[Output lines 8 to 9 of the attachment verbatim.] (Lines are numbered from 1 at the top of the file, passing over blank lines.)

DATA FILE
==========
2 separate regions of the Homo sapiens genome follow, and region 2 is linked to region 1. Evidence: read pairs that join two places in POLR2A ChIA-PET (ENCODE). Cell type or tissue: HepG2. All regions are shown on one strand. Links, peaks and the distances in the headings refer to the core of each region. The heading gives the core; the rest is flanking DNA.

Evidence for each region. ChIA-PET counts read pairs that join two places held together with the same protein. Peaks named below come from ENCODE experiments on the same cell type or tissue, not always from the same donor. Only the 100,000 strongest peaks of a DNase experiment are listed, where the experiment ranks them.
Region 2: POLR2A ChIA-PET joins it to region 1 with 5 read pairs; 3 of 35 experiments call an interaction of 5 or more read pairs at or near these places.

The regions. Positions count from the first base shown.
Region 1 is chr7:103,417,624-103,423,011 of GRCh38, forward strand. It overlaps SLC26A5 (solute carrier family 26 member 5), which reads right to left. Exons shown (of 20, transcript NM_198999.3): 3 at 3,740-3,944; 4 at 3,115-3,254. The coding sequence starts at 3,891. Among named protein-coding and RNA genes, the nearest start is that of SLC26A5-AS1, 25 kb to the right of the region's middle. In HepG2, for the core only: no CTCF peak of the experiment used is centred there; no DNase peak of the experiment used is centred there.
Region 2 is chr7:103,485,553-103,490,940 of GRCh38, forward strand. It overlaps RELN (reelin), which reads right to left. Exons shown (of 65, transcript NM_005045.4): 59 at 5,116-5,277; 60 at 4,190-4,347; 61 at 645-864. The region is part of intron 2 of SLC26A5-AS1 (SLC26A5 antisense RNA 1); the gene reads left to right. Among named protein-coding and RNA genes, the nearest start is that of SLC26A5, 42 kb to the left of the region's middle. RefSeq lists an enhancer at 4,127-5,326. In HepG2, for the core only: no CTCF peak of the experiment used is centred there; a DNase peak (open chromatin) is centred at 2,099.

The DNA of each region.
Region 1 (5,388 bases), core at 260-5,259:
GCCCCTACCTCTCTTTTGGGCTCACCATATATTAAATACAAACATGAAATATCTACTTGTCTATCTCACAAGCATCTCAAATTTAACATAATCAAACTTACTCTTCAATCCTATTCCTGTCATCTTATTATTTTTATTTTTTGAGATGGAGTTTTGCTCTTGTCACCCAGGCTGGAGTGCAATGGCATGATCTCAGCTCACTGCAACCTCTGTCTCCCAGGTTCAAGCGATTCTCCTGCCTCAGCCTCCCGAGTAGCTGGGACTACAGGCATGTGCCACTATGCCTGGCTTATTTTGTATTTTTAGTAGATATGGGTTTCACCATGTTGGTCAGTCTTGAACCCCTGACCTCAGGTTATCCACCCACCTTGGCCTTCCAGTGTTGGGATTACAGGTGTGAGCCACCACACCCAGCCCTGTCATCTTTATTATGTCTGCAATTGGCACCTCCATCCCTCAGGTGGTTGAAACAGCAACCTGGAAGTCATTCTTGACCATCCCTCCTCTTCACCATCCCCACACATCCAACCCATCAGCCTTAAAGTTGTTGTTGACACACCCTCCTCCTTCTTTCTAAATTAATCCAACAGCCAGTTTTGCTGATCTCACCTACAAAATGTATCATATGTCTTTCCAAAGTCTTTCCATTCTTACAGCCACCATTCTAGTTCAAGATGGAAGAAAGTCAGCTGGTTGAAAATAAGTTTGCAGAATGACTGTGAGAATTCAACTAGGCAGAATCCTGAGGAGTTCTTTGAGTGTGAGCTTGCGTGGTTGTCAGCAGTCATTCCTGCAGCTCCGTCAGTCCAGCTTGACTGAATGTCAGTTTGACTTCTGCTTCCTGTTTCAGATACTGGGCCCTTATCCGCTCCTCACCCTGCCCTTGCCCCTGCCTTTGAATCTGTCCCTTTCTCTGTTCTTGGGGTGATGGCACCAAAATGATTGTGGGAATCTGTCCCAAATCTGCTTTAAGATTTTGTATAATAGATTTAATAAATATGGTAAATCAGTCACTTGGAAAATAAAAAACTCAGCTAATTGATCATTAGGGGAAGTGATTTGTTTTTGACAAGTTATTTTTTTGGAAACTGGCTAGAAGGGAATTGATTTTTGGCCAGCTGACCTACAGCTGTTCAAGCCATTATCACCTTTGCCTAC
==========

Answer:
Region 1 (5,388 bases), core at 260-5,259:
GCCCCTACCTCTCTTTTGGGCTCACCATATATTAAATACAAACATGAAATATCTACTTGTCTATCTCACAAGCATCTCAAATTTAACATAATCAAACTTACTCTTCAATCCTATTCCTGTCATCTTATTATTTTTATTTTTTGAGATGGAGTTTTGCTCTTGTCACCCAGGCTGGAGTGCAATGGCATGATCTCAGCTCACTGCAACCTCTGTCTCCCAGGTTCAAGCGATTCTCCTGCCTCAGCCTCCCGAGTAGCTGGGACTACAGGCATGTGCCACTATGCCTGGCTTATTTTGTATTTTTAGTAGATATGGGTTTCACCATGTTGGTCAGTCTTGAACCCCTGACCTCAGGTTATCCACCCACCTTGGCCTTCCAGTGTTGGGATTACAGGTGTGAGCCACCACACCCAGCCCTGTCATCTTTATTATGTCTGCAATTGGCACCTCCATCCCTCAGGTGGTTGAAACAGCAACCTGGAAGTCATTCTTGACCATCCCTCCTCTTCACCATCCCCACACATCCAACCCATCAGCCTTAAAGTTGTTGTTGACACACCCTCCTCCTTCTTTCTAAATTAATCCAACAGCCAGTTTTGCTGATCTCACCTACAAAATGTATCATATGTCTTTCCAAAGTCTTTCCATTCTTACAGCCACCATTCTAGTTCAAGATGGAAGAAAGTCAGCTGGTTGAAAATAAGTTTGCAGAATGACTGTGAGAATTCAACTAGGCAGAATCCTGAGGAGTTCTTTGAGTGTGAGCTTGCGTGGTTGTCAGCAGTCATTCCTGCAGCTCCGTCAGTCCAGCTTGACTGAATGTCAGTTTGACTTCTGCTTCCTGTTTCAGATACTGGGCCCTTATCCGCTCCTCACCCTGCCCTTGCCCCTGCCTTTGAATCTGTCCCTTTCTCTGTTCTTGGGGTGATGGCACCAAAATGATTGTGGGAATCTGTCCCAAATCTGCTTTAAGATTTTGTATAATAGATTTAATAAATATGGTAAATCAGTCACTTGGAAAATAAAAAACTCAGCTAATTGATCATTAGGGGAAGTGATTTGTTTTTGACAAGTTATTTTTTTGGAAACTGGCTAGAAGGGAATTGATTTTTGGCCAGCTGACCTACAGCTGTTCAAGCCATTATCACCTTTGCCTAC